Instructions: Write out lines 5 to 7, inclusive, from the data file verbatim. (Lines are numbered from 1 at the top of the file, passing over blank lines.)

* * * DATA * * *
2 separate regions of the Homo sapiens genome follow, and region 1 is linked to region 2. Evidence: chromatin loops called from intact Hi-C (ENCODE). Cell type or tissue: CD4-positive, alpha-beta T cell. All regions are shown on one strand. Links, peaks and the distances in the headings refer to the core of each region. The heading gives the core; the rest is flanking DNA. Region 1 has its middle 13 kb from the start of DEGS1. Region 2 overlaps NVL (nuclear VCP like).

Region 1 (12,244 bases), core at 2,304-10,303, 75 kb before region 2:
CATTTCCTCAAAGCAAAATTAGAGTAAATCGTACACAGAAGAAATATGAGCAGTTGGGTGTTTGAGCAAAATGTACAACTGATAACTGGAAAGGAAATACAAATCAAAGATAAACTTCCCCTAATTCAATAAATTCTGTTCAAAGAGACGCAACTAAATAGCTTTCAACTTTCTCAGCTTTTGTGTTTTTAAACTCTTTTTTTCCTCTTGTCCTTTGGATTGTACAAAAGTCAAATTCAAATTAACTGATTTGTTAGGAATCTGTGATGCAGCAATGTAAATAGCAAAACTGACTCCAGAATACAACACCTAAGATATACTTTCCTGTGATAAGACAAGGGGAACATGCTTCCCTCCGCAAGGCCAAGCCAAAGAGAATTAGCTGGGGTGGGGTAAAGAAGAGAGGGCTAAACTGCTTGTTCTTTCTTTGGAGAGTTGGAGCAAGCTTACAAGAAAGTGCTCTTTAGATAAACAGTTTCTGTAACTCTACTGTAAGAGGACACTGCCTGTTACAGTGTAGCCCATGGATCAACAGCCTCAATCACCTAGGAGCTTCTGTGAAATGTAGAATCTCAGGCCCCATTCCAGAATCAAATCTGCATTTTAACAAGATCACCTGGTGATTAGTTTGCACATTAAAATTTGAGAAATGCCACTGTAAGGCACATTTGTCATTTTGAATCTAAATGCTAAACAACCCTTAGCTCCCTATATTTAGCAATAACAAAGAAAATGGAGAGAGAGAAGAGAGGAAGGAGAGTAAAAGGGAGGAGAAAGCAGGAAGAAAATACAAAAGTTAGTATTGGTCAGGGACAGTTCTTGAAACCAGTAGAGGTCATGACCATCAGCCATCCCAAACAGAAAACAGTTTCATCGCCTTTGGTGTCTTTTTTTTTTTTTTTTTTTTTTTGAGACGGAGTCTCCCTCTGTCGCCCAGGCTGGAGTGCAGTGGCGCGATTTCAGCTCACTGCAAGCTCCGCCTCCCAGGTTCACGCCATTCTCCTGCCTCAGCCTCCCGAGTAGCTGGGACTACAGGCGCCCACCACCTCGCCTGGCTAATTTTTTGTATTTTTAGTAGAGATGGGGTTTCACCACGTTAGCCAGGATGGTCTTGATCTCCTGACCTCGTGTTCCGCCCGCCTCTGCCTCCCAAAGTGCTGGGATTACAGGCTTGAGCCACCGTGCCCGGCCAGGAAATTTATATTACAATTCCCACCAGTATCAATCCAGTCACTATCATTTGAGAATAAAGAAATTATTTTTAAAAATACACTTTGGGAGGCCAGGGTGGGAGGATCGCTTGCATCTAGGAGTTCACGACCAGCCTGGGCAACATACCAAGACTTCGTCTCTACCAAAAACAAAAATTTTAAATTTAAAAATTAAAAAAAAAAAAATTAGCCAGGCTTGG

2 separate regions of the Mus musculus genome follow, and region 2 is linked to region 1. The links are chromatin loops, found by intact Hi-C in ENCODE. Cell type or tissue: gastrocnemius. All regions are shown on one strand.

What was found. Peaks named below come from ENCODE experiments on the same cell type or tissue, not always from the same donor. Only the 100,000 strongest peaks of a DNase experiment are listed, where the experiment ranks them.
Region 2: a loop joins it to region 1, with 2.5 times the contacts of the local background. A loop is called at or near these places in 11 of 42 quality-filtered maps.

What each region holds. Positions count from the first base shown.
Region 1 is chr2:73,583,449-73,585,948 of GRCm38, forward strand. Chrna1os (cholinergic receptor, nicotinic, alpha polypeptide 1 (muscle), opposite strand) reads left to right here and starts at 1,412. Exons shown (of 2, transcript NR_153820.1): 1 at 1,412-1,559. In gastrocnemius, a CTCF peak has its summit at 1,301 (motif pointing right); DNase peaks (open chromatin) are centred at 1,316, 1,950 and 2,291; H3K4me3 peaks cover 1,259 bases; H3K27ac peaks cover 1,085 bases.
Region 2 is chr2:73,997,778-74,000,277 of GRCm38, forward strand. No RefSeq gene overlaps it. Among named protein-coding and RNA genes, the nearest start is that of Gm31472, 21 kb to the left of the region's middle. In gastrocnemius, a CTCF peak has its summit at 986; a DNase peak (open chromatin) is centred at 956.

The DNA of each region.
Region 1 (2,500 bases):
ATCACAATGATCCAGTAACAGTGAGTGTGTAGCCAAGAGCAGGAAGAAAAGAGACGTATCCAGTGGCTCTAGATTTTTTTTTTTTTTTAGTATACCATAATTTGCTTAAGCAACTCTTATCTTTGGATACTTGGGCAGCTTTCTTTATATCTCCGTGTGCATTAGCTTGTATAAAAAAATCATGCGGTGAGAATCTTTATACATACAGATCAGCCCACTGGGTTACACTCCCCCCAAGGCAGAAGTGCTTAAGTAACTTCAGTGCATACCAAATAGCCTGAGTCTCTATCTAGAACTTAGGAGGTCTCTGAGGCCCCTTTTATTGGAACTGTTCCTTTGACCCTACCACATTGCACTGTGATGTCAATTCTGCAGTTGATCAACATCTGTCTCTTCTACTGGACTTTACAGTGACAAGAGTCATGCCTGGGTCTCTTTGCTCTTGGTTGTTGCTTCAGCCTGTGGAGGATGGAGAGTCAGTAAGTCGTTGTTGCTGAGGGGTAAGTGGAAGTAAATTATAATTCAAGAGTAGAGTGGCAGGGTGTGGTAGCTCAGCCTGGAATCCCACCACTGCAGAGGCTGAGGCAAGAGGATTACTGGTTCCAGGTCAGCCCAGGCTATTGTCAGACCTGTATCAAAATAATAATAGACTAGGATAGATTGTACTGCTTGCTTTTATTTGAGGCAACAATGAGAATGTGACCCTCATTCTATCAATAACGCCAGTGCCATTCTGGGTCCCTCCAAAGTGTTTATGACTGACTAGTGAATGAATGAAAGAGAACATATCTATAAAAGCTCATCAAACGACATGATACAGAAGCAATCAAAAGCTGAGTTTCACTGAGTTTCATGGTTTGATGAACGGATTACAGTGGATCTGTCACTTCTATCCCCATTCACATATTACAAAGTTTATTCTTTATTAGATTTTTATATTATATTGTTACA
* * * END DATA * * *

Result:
What was found. Peaks named below come from ENCODE experiments on the same cell type or tissue, not always from the same donor. Only the 100,000 strongest peaks of a DNase experiment are listed, where the experiment ranks them.
Region 2: a loop joins it to region 1, with 2.5 times the contacts of the local background. A loop is called at or near these places in 11 of 42 quality-filtered maps.

What each region holds. Positions count from the first base shown.